Difference between revisions of "WTP JEE5 Test Scenarios"

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(SIMPLE WEB APPLICATION USE CASE)
(SIMPLE WEB APPLICATION USE CASE)
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* Right click test.jsp, Choose Run As:  Run on Server, select Tomcat 6 as the server
 
* Right click test.jsp, Choose Run As:  Run on Server, select Tomcat 6 as the server
  
* Tomcat 6 starts and results are correctly displayed
+
* Tomcat 6 starts and results are correctly displayed (using current code in CVS, 3/28)
  
 
== COMBINED SCENARIO ==
 
== COMBINED SCENARIO ==

Revision as of 13:50, 28 March 2007

Contents

WTP 2.0 JEE 5 Use Cases

These scenarios are created to test the basic functionality that we would expect from WTP 2.0 to support JEE5. Please note that NO wizards are used other than the ones needed to create the servers, projects and add the necessary facets to these projects. The idea is if we are provided with valid JEE5 module and components (such as EJBs, JPA, Servlets, JSPs, etc), WTP 2.0 should support it. This includes Web, EJB, and EAR and Run As> Run on Server support. Of course this involves basic models for deployment descriptors (sans Annotation injections). Annotation support will only include that provided by JDT.

If you have questions, comments, etc., about these use cases, send a note to the WTP Dev List or contact me, Naci Dai.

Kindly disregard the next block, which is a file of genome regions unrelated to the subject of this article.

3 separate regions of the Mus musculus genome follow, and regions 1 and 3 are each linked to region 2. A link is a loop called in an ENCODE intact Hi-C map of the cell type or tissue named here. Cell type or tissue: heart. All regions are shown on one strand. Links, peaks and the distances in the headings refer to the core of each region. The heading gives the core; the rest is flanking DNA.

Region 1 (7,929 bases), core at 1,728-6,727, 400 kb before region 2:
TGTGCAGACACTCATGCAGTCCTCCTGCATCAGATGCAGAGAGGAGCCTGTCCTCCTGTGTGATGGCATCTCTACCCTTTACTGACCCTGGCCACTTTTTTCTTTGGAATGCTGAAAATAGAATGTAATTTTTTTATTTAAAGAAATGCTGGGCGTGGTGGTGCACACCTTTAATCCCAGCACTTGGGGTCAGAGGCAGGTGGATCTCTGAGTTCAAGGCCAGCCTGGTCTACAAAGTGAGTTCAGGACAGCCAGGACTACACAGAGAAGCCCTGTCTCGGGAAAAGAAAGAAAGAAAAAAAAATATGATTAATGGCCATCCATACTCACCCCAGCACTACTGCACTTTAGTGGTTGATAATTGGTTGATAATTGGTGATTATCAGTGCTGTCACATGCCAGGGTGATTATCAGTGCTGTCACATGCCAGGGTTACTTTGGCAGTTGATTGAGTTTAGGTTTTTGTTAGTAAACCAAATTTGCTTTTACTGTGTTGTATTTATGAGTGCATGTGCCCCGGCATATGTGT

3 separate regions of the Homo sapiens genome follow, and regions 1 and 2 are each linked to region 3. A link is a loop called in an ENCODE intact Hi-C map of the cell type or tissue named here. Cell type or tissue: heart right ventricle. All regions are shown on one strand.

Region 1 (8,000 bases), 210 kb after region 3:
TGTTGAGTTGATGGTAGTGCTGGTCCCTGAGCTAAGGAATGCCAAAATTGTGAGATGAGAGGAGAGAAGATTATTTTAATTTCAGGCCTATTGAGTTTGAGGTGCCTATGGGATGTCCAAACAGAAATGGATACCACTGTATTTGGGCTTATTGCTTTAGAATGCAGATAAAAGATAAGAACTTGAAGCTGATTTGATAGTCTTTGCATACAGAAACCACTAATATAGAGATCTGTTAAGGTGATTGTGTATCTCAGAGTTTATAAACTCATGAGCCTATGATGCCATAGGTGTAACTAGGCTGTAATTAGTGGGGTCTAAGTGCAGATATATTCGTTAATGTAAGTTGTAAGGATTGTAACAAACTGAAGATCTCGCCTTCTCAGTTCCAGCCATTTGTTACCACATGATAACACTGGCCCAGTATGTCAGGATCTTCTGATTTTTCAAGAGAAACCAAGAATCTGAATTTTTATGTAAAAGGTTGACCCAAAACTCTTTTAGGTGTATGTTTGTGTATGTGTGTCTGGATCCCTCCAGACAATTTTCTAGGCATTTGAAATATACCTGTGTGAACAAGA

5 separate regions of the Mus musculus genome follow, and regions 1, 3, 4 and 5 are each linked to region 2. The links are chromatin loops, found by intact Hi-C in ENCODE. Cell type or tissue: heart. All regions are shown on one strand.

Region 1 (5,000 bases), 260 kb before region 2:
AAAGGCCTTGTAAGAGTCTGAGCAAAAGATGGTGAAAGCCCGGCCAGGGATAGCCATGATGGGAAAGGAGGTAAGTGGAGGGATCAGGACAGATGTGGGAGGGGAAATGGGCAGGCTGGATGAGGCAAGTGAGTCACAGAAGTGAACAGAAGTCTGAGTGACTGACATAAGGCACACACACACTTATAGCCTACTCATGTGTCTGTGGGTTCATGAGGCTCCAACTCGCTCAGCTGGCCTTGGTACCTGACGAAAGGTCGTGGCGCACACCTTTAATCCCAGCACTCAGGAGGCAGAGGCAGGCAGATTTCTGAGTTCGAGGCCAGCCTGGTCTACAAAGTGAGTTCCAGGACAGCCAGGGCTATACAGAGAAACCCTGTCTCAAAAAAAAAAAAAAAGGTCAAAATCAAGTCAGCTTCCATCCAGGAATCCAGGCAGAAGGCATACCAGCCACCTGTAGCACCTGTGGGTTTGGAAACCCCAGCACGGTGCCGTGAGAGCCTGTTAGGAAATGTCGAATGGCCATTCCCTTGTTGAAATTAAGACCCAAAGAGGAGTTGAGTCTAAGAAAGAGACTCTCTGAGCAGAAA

SIMPLE WEB APPLICATION USE CASE

This use case is the most basic Web application scenario that involves creating the Web module, targeting it to a JEE5 runtime, and testing it using Run As> Run on Server

  • Go to Installed Runtimes and add Tomcat 6 as a runtime.
    EJB 3.0, and all other WTP JEE5 support should work with any server runtime
    that has JEE 5  capability such as JBoss, IBM WAS, BEA WebLogic Server, 
    Oracle AS, JOnAS, Apache Geronimo among many others, although there maybe 
    some delays in providing server adapters for all.

  • Create a new Dynamic Web Project named HelloWorldWeb, select Tomcat 6 as the target runtime
  WtpJEE5UC1DynamicWebProj.gif
  • Select Dynamic Web Module 2.5, and Java 5 as facets, click next to accept defaults. A new Web 2.5 project is created.
  WTPJEE5UC1Facets.gif
  • CURRENT I-BUILD NO WEB:XML CREATED. CAN ADD ONE MANUALLY
    <?xml version="1.0" encoding="UTF-8"?>
    <web-app xmlns="http://java.sun.com/xml/ns/javaee" version="2.5"
     metadata-complete="true">

     <display-name>MyJEE5Web</display-name>